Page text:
Think Twice Before Travelling to a Disaster Zone ?

We all assume that disaster response springs into action after a disaster and that aid gets through to those in need within a reasonable space of time. In some situations that does occur, but like everything else these days, aid and relief has become heavily politicised. Both the Vanuatu Government after the tragedy of Cyclone Pam in March 2015, and the Nepalese Government after the earthquake in April 2015 demanded direct control over all aspects regarding relief supplies. A virtual power struggle occurred between the respective Governments and the various responding aid agencies although this has been heavily denied. The critical point is that as a result, delays ensued, distribution was fragmented, and people in need suffered. While there were regions that received aid expeditiously, others suffered for many weeks on end.

What is to be done when such situations occur ? As travellers, if we were going to a disaster region, what do we do ?

If your time in a disaster zone will lead to more benefits, than detriments to the people, then by all means go. However, there are a vast number of well-intentioned people that want to go and help, but have not idea how to cope with the of loss of shelter, food and basic necessities that exists in disaster zones. Travellers not experienced in such occurrences should stay away, as they will only add to the misery of the people who are trying to cope themselves.

A Personal Account | After Cycone Pam, and Travelling to Tanna Island ?
(Written in the immediate aftermath)

The following is a personal account regarding taking a Food Package to Tanna. Ultimately the amount is small, but every little can help and may make an enormous difference at a critical time. At worst, it will mean that the people, in the disaster zone whom travellers are going to help, don't end up trying to feed one more needlessly.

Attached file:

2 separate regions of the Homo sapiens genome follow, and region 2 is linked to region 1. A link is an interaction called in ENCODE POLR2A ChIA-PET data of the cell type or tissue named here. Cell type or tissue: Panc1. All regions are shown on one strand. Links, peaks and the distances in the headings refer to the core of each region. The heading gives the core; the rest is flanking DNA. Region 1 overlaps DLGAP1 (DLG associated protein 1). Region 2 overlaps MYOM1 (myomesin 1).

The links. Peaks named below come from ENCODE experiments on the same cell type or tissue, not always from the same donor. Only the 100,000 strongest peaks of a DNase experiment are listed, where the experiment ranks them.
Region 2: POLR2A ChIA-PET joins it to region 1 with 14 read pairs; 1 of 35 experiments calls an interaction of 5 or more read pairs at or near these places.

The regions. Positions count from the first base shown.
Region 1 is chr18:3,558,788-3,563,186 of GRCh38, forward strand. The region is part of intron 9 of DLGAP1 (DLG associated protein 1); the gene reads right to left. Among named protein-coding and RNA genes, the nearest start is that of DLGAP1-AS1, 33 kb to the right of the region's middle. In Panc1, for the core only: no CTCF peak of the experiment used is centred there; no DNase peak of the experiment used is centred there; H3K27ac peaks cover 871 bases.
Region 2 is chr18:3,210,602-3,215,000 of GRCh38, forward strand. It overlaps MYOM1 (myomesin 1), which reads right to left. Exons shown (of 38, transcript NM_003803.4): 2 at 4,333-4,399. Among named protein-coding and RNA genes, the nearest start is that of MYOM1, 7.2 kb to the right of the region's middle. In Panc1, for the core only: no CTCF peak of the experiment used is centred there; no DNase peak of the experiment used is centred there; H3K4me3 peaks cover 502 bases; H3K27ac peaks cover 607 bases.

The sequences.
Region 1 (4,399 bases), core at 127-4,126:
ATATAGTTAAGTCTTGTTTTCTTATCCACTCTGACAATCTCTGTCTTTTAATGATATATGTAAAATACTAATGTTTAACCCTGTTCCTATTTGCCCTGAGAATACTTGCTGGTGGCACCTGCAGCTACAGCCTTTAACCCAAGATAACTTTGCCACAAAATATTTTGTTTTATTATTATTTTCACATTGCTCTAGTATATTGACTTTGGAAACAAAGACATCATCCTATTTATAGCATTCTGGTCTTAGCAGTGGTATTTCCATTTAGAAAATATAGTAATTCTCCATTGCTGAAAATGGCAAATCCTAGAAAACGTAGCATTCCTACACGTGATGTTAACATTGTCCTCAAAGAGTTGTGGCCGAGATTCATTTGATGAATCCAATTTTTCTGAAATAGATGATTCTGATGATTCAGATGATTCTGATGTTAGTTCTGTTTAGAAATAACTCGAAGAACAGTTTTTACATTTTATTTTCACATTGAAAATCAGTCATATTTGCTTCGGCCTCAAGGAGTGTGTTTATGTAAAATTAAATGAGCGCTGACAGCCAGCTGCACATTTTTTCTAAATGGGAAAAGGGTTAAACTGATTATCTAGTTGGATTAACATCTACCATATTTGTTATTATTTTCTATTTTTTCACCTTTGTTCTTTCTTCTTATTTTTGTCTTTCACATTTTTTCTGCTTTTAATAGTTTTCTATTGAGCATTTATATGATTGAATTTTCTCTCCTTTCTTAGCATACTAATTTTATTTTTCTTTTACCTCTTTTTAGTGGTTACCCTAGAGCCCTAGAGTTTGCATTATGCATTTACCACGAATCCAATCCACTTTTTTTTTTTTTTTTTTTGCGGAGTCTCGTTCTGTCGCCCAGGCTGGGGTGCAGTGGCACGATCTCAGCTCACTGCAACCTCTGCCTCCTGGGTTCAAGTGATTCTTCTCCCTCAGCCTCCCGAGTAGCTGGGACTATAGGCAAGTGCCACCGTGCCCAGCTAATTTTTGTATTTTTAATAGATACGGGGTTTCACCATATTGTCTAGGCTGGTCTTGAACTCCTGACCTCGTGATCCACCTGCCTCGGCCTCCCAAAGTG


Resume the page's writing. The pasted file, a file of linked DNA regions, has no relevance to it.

The Reality of Available Food after Cyclone Pam ?


Cyclone Pam basically destroyed anything that was above ground, which means all fruit-bearing trees and palms (including coconut), all leafy greens that are part of a mainstay on the island. It also caused all the root vegetables to rot, and the coral reefs have been very badly affected, limiting any fish that can be caught. Over the last year all the available cattle had already been killed and eaten, and presently most stock has been laid waste. Chickens have vanished.

The bottom line is while there is no food now, there will be no real source of Protein and Fibre for quite some time. In time (months) plantings will start to provide segmented sections of a diet. Any Aid if received, will be mainly in the form of rice (carbohydrate). The average diet on Tanna will be atrocious, and obviously, general health will most likely be affected, especially amongst the children.

What can we as Visitors or Tourists Do to Help ?


Its, important that the people get a better diet, and anyone going there can help, even if it's only a little. At the moment if you travel Air Vanuatu, for all your flights and get on the ATR to Tanna, you can take 23 kg of luggage plus hand luggage of 7kg. If your international flight is not Air Vanuatu, or you are on one of the small planes, then you are limited to 10 kg luggage and 5kg hand luggage.
You can help by limiting clothes etc to your hand luggage and take a full Food Package as your main Luggage.